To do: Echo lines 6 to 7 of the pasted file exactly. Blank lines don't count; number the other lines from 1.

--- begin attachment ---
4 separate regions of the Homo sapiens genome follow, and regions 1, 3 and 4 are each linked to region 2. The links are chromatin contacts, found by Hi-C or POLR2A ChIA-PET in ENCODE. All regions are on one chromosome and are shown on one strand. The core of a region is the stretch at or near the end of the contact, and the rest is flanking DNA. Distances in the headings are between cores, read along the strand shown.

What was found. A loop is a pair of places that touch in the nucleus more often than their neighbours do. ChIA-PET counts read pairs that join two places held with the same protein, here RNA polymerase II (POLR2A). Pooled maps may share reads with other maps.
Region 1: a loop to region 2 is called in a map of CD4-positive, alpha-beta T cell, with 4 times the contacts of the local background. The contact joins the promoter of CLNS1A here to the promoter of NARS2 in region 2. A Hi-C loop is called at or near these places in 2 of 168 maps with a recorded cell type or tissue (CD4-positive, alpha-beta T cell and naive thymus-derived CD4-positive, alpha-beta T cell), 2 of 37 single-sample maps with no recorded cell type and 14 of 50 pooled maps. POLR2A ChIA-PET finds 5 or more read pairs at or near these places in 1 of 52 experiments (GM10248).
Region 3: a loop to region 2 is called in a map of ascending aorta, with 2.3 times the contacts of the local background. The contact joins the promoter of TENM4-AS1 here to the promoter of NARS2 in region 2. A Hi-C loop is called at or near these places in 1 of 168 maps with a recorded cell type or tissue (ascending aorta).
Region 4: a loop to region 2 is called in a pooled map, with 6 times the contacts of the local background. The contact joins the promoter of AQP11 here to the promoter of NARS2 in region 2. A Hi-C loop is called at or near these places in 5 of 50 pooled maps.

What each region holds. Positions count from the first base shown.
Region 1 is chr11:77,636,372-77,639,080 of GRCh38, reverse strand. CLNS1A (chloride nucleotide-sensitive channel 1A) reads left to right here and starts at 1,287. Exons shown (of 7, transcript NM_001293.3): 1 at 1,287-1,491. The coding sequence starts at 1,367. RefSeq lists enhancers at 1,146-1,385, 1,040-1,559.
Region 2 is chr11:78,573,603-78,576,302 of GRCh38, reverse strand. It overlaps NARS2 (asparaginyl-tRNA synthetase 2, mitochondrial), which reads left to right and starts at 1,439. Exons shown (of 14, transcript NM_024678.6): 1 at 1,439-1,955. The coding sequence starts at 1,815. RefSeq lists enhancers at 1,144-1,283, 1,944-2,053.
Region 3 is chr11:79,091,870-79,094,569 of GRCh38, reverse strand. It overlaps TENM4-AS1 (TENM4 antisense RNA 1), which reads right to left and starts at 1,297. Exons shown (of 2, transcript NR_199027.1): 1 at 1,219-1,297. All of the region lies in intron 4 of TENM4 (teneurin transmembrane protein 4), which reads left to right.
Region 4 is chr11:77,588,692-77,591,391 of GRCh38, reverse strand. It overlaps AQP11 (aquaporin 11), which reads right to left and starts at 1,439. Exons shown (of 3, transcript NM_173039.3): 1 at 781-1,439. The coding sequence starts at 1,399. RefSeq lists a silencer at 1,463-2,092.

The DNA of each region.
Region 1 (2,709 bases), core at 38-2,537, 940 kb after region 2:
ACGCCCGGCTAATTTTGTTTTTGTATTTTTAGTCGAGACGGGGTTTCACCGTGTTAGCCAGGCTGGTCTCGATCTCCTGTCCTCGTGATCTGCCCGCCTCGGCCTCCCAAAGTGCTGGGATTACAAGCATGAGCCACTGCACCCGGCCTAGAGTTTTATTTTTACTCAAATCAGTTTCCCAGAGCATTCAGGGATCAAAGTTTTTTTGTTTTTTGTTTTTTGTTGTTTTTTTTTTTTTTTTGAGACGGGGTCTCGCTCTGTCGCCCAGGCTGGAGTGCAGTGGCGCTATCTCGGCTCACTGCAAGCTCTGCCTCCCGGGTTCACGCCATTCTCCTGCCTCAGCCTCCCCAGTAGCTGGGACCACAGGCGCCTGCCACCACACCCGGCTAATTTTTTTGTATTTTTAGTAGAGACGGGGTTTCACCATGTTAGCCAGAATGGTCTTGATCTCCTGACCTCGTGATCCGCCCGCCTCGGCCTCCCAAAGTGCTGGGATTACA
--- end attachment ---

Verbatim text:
What each region holds. Positions count from the first base shown.
Region 1 is chr11:77,636,372-77,639,080 of GRCh38, reverse strand. CLNS1A (chloride nucleotide-sensitive channel 1A) reads left to right here and starts at 1,287. Exons shown (of 7, transcript NM_001293.3): 1 at 1,287-1,491. The coding sequence starts at 1,367. RefSeq lists enhancers at 1,146-1,385, 1,040-1,559.